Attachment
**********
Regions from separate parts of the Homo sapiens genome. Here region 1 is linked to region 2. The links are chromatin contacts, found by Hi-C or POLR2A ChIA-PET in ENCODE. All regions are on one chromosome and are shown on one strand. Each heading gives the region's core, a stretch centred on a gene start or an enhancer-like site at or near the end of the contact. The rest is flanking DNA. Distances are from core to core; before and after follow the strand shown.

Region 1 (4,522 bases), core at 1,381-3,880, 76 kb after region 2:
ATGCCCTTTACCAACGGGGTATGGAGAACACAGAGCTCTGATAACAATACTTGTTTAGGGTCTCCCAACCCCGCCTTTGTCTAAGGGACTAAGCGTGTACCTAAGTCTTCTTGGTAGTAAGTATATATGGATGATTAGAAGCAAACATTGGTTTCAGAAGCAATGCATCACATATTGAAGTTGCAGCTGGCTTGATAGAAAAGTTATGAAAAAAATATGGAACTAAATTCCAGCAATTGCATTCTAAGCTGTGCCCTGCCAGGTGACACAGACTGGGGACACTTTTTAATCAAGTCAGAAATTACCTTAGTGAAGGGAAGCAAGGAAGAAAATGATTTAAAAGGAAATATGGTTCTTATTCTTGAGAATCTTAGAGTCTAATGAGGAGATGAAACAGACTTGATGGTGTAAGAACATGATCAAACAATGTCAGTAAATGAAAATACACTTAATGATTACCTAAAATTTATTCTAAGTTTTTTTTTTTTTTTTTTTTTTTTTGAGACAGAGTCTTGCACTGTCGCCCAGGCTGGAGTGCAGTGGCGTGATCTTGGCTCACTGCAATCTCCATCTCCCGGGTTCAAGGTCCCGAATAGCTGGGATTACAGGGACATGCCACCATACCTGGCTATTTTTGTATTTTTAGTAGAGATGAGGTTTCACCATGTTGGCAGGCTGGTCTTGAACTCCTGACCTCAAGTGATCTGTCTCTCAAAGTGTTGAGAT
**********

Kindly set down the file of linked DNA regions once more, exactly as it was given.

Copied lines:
Regions from separate parts of the Homo sapiens genome. Here region 1 is linked to region 2. The links are chromatin contacts, found by Hi-C or POLR2A ChIA-PET in ENCODE. All regions are on one chromosome and are shown on one strand. Each heading gives the region's core, a stretch centred on a gene start or an enhancer-like site at or near the end of the contact. The rest is flanking DNA. Distances are from core to core; before and after follow the strand shown.

Region 1 (4,522 bases), core at 1,381-3,880, 76 kb after region 2:
ATGCCCTTTACCAACGGGGTATGGAGAACACAGAGCTCTGATAACAATACTTGTTTAGGGTCTCCCAACCCCGCCTTTGTCTAAGGGACTAAGCGTGTACCTAAGTCTTCTTGGTAGTAAGTATATATGGATGATTAGAAGCAAACATTGGTTTCAGAAGCAATGCATCACATATTGAAGTTGCAGCTGGCTTGATAGAAAAGTTATGAAAAAAATATGGAACTAAATTCCAGCAATTGCATTCTAAGCTGTGCCCTGCCAGGTGACACAGACTGGGGACACTTTTTAATCAAGTCAGAAATTACCTTAGTGAAGGGAAGCAAGGAAGAAAATGATTTAAAAGGAAATATGGTTCTTATTCTTGAGAATCTTAGAGTCTAATGAGGAGATGAAACAGACTTGATGGTGTAAGAACATGATCAAACAATGTCAGTAAATGAAAATACACTTAATGATTACCTAAAATTTATTCTAAGTTTTTTTTTTTTTTTTTTTTTTTTTGAGACAGAGTCTTGCACTGTCGCCCAGGCTGGAGTGCAGTGGCGTGATCTTGGCTCACTGCAATCTCCATCTCCCGGGTTCAAGGTCCCGAATAGCTGGGATTACAGGGACATGCCACCATACCTGGCTATTTTTGTATTTTTAGTAGAGATGAGGTTTCACCATGTTGGCAGGCTGGTCTTGAACTCCTGACCTCAAGTGATCTGTCTCTCAAAGTGTTGAGAT